More than 17,000 deaths a year in the UK are unnecessary and due to poor NHS performance, campaigners say.
NHS funding has been increasing in recent years
The TaxPayers' Alliance compared World Health Organization data for five leading European countries.
It found the NHS had 17,157 extra deaths in 2004 compared with the other countries' average when taking into account age and burden of disease.
The government said investment in recent years had cut waiting lists, improved choice and saved lives.
Researchers for the TaxPayers' Alliance, a group which is campaigning for lower taxes, compared the UK with France, Germany, the Netherlands and Spain.
They looked at "mortality amenable to healthcare" - the number of deaths from certain conditions and at certain ages that healthcare can reasonably be expected to avert.
The rate in the UK was 135 per 100,000 people, compared with an average of 107 across the five countries. France had the best rate at 91.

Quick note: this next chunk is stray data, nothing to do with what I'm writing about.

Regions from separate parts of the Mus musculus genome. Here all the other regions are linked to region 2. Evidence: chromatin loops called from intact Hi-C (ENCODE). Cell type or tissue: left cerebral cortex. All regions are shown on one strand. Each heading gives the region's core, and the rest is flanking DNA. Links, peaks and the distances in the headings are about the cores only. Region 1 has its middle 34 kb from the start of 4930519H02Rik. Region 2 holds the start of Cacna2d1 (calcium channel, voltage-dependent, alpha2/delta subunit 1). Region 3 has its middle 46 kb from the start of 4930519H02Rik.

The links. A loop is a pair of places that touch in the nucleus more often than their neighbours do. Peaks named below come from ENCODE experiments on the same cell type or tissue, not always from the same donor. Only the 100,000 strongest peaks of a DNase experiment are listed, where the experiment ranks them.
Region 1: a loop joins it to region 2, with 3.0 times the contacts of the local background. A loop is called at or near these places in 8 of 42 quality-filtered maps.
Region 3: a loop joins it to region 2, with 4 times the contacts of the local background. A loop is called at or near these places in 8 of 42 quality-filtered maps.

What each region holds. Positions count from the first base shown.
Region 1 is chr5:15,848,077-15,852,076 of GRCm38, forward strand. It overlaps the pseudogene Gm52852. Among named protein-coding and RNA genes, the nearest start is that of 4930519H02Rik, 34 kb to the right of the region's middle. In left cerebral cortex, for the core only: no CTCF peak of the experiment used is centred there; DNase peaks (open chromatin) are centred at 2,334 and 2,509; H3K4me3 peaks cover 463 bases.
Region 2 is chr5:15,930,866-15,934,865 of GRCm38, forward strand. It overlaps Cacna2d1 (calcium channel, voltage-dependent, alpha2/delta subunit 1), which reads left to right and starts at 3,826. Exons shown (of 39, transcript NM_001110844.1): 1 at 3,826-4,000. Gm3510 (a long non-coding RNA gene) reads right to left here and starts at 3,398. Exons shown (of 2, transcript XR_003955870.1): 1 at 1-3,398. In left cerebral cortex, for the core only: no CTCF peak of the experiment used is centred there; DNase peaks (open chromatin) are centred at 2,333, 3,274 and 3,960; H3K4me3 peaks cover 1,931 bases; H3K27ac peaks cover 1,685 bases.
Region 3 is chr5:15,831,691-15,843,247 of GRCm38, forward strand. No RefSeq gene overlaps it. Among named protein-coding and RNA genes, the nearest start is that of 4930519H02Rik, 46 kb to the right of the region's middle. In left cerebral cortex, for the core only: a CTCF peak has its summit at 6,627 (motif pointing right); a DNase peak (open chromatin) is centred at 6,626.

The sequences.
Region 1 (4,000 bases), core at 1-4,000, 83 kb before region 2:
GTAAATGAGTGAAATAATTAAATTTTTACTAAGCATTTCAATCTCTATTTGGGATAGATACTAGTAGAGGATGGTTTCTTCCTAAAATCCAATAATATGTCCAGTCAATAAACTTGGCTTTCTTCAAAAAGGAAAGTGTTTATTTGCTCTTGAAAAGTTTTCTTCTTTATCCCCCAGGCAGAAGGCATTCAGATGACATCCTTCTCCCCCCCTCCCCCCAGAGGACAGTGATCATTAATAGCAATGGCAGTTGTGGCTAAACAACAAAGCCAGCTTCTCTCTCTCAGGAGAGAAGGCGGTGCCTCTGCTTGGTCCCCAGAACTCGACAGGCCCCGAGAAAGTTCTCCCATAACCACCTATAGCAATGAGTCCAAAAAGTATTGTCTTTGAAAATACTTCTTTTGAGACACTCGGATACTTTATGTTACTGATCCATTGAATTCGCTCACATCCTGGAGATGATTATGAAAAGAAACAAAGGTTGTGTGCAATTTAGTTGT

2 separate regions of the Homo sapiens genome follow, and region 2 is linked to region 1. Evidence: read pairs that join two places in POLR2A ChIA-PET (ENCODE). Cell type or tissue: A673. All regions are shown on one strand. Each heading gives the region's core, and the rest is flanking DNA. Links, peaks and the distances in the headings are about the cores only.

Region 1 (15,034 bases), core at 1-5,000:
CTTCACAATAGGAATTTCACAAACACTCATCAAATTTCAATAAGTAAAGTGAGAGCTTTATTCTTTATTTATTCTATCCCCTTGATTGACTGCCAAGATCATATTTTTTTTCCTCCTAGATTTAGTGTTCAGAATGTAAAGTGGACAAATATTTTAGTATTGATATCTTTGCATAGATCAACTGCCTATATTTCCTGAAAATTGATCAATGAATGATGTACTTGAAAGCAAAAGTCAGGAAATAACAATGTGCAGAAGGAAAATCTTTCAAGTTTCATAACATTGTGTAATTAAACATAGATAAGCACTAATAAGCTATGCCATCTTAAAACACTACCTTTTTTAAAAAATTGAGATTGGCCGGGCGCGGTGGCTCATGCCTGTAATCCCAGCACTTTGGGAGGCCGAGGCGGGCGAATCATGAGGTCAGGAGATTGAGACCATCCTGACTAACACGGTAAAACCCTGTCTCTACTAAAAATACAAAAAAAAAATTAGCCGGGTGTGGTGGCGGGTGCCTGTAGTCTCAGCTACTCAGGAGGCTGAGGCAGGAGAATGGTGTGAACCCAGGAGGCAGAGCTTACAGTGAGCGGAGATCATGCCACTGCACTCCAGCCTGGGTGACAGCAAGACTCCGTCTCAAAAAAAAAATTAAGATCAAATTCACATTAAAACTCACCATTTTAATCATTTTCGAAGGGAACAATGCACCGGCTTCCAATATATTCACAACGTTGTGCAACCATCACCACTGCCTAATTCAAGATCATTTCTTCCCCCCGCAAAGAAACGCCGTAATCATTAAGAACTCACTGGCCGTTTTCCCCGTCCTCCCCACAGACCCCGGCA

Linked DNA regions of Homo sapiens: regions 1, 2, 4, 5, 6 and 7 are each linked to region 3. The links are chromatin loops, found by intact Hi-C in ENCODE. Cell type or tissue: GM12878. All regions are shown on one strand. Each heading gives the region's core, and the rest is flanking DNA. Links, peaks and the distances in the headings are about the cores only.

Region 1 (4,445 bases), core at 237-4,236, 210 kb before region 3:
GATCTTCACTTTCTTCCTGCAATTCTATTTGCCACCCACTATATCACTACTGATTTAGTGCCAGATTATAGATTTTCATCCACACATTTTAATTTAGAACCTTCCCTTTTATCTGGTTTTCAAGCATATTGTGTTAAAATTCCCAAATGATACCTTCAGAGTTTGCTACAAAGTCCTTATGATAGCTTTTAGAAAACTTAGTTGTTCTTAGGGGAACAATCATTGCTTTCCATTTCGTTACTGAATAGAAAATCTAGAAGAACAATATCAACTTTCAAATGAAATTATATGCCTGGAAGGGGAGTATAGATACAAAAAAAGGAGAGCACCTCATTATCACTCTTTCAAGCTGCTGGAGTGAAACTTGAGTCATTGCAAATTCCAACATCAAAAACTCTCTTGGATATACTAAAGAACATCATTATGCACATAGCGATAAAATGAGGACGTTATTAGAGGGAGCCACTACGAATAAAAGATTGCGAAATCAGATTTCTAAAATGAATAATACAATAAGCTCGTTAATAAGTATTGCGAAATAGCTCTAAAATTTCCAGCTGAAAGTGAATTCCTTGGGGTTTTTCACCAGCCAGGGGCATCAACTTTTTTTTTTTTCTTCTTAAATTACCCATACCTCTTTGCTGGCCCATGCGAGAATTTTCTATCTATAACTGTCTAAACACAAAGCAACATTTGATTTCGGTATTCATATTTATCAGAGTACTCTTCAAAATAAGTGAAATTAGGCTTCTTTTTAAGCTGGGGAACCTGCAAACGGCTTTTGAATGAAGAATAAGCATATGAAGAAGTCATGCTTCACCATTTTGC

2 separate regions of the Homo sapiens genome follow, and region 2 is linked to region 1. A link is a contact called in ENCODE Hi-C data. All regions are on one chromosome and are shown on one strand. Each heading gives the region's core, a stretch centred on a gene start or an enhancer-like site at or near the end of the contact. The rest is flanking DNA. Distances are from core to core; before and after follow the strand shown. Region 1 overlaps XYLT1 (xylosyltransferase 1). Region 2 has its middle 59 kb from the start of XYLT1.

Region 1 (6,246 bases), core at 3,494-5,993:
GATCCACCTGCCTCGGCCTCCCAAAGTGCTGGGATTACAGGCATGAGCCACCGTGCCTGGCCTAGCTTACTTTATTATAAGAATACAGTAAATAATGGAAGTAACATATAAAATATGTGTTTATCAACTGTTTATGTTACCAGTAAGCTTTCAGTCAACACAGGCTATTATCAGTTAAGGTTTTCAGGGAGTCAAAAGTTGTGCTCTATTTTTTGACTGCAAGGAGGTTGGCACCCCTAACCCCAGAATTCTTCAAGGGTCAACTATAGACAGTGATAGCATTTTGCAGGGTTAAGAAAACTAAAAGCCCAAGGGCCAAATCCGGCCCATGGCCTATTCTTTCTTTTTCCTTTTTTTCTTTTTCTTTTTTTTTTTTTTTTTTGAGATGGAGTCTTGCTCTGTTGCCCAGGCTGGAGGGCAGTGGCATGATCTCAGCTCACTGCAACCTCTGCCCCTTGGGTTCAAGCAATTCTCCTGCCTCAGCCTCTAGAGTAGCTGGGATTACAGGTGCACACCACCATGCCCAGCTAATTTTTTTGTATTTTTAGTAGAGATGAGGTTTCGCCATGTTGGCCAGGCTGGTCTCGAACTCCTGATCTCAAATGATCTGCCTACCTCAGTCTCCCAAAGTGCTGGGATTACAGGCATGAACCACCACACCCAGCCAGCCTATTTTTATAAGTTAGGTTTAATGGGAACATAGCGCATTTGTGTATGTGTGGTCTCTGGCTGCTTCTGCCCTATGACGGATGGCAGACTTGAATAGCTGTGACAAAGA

The report said if the difference between the UK figure and average was applied to the whole population, it would equate to 17,157 deaths - five times the number that die in road accidents.
It said improvements in mortality rates had been seen across the continent since the 1980s.
But it said the falls in the UK had remained steady throughout the Thatcher, Major and Blair administrations, despite the record increases in NHS funding seen under Labour.
Report author Matthew Sinclair said: "Thousands are dying every year thanks to Britain's health service not delivering the standards people expect and receive in other European countries."
The report recommended NHS bodies be given more independence from central government.
Shadow health secretary Andrew Lansley said: "Millions of pounds of taxpayers' money has been spent but real success on a European level has not been achieved.
"This international comparison shows the extent of Labour's failure to deliver the many promises made to patients in the UK."
But the Department of Health said the extra investment over the last 10 years had provided more than 100,000 extra doctors and nurses and led to cuts in waiting times and improved access.
Health minister Ben Bradshaw added: "Mortality rates have been falling steadily and the UK has been narrowing the gap with the best continental EU performers."